OTTAWA, ON, June 24, 2021 /CNW/ - The Métis National Council (MNC) Board of Governors meeting originally scheduled for June 22 has been postponed pending the outcome of a court hearing in the coming weeks. The leadership of the Métis Nation of Alberta (MNA), Métis Nation – Saskatchewan (MNS), Métis Nation British Columbia (MNBC) and Métis Nation of Ontario (MNO) look forward to getting to a long-awaited Board of Governors meeting pending the outcome of the court hearing, and the opportunity to address many outstanding governance and other matters, including the scheduling of a MNC General Assembly and election of a new MNC President.
"The MNC Board of Governors has not properly convened since July 2018 and as Presidents of four of the five Métis governments that compose the MNC, we feel that is completely unacceptable," said MNA President, Audrey Poitras. "The MNC is not an independent entity from the Governing Members of the Métis Nation. There is no MNC without the Governing Members and we are responsible to the citizens that elected us for the operation of the MNC."
A court hearing took place on Monday June 21st, to discuss the legal action commenced by Clement Chartier, and other actions Chartier took as MNC President. While no decisions were made, the judge directed that another hearing be set in July to finally resolve the issues. "Our governments were pleased to see that the judge assigned to this matter was aware of the longstanding issues that we have been facing as we have pushed to get a Board of Governors meeting and Assembly set so that the election of the next MNC President can proceed," said Poitras. "We are clearing a path to get to a meeting so that we can ensure proper governance and transparency within the MNC. We remain united in the need for these matters to be dealt with based upon our own democratic processes."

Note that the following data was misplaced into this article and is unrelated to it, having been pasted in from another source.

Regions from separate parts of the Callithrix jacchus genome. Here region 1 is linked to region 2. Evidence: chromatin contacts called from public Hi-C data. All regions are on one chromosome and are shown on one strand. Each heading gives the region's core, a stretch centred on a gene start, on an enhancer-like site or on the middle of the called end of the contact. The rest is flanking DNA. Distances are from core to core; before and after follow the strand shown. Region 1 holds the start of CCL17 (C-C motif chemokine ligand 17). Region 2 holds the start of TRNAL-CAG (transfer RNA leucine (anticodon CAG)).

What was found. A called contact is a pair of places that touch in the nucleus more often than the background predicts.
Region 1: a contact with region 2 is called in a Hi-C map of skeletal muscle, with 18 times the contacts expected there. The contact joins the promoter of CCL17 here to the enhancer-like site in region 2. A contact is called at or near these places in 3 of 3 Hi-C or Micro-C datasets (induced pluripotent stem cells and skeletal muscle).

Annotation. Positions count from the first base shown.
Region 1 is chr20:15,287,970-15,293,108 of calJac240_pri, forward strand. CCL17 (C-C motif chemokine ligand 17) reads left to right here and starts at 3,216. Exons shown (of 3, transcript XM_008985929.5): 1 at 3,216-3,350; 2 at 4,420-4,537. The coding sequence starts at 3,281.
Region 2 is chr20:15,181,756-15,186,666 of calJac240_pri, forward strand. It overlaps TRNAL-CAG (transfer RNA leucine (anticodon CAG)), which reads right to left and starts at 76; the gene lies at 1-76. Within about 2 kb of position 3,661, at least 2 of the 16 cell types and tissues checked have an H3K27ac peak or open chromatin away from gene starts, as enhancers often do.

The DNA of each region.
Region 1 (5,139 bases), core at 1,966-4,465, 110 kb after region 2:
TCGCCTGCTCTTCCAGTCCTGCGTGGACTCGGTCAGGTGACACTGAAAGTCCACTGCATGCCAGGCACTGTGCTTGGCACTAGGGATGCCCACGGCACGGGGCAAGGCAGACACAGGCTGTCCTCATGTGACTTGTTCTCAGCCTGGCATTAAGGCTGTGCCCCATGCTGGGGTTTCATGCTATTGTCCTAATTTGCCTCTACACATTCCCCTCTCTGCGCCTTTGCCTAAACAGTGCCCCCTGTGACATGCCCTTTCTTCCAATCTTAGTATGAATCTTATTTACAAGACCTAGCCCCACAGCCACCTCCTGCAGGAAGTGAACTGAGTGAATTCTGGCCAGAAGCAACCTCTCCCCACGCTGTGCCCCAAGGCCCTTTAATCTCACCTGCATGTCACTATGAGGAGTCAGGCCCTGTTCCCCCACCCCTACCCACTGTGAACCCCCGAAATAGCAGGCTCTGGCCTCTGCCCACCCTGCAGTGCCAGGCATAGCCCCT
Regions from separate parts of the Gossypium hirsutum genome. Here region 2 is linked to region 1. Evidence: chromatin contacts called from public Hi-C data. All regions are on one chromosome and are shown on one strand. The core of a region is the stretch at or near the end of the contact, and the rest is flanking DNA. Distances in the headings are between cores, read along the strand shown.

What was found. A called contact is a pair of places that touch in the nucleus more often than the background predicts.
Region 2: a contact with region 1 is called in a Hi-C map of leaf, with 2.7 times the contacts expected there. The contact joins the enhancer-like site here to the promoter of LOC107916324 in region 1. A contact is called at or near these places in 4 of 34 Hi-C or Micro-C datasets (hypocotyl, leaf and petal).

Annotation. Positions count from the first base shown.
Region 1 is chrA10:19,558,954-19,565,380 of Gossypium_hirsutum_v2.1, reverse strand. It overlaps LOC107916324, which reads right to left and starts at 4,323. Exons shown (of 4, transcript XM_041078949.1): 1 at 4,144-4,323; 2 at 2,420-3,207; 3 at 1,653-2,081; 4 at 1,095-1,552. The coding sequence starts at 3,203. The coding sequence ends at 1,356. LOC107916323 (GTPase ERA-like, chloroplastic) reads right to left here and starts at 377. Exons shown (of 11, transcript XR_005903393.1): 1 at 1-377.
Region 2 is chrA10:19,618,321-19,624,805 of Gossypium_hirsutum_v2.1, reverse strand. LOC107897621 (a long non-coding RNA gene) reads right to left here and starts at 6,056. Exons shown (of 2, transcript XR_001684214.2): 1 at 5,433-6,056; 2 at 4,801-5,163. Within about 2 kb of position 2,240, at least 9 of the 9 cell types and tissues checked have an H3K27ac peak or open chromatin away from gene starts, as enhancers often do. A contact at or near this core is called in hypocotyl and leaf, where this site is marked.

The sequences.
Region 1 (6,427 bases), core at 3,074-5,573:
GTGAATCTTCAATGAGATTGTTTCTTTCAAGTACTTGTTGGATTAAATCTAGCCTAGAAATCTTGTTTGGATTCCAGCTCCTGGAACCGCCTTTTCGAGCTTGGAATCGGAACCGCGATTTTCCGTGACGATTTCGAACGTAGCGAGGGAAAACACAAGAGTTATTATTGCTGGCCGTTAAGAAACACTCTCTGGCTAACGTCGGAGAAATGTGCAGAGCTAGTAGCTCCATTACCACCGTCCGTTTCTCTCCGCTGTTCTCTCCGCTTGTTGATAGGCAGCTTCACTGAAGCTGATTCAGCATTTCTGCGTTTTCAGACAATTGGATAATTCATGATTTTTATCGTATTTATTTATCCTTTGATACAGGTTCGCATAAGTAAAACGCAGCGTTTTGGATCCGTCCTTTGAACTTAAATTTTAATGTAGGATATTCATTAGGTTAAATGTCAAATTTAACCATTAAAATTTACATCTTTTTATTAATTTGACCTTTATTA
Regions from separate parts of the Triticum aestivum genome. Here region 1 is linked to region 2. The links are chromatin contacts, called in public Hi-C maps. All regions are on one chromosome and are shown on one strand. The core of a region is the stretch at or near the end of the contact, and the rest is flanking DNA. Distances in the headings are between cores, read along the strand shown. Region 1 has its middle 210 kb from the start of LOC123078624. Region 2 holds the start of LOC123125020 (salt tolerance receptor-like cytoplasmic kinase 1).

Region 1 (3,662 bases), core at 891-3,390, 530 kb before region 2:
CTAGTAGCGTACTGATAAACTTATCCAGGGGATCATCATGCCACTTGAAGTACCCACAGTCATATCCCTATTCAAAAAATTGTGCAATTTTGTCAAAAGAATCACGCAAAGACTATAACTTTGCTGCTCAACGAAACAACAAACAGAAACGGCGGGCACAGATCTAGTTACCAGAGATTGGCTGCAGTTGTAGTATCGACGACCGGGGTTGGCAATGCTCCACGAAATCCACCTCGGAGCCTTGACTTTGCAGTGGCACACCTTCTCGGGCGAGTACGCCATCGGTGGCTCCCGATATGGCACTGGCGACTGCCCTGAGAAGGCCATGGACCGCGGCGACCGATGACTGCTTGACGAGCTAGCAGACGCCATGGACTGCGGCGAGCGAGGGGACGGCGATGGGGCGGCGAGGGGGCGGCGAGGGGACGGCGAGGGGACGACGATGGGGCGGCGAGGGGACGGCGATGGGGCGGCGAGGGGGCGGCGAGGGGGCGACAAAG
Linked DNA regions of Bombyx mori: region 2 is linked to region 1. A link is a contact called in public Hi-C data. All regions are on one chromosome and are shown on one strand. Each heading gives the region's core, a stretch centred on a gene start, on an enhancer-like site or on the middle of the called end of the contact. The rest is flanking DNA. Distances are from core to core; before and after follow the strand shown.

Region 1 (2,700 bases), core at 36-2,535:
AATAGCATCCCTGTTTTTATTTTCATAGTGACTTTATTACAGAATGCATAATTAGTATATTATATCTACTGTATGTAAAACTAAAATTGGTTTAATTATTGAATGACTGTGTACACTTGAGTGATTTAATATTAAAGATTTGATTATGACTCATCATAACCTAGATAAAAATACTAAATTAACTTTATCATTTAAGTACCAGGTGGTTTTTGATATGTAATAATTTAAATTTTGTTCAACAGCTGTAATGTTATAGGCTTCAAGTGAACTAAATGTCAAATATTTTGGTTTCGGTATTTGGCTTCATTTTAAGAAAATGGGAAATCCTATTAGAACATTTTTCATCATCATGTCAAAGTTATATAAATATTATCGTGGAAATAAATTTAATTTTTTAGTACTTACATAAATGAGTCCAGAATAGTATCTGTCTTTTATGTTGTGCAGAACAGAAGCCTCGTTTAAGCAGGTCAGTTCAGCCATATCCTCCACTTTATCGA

Since the last board meeting in 2018, unilateral decisions have been taken by a few in MNC leadership without the consent and agreement of the Board of Governors. "We believe these unilateral actions have undermined the governance of the Métis National Council, and were actively advancing the interests of some Métis citizens while shunting aside those of the majority. The MNC answers to, and is accountable to, the Governing Members, not the other way around," said Poitras. "Proper accountability was being ignored and, as a Board of Governors, we have a duty to correct that matter in a manner that is consistent with our democratic traditions and in keeping with our MNC governing documents."
SOURCE Métis Nation British Columbia
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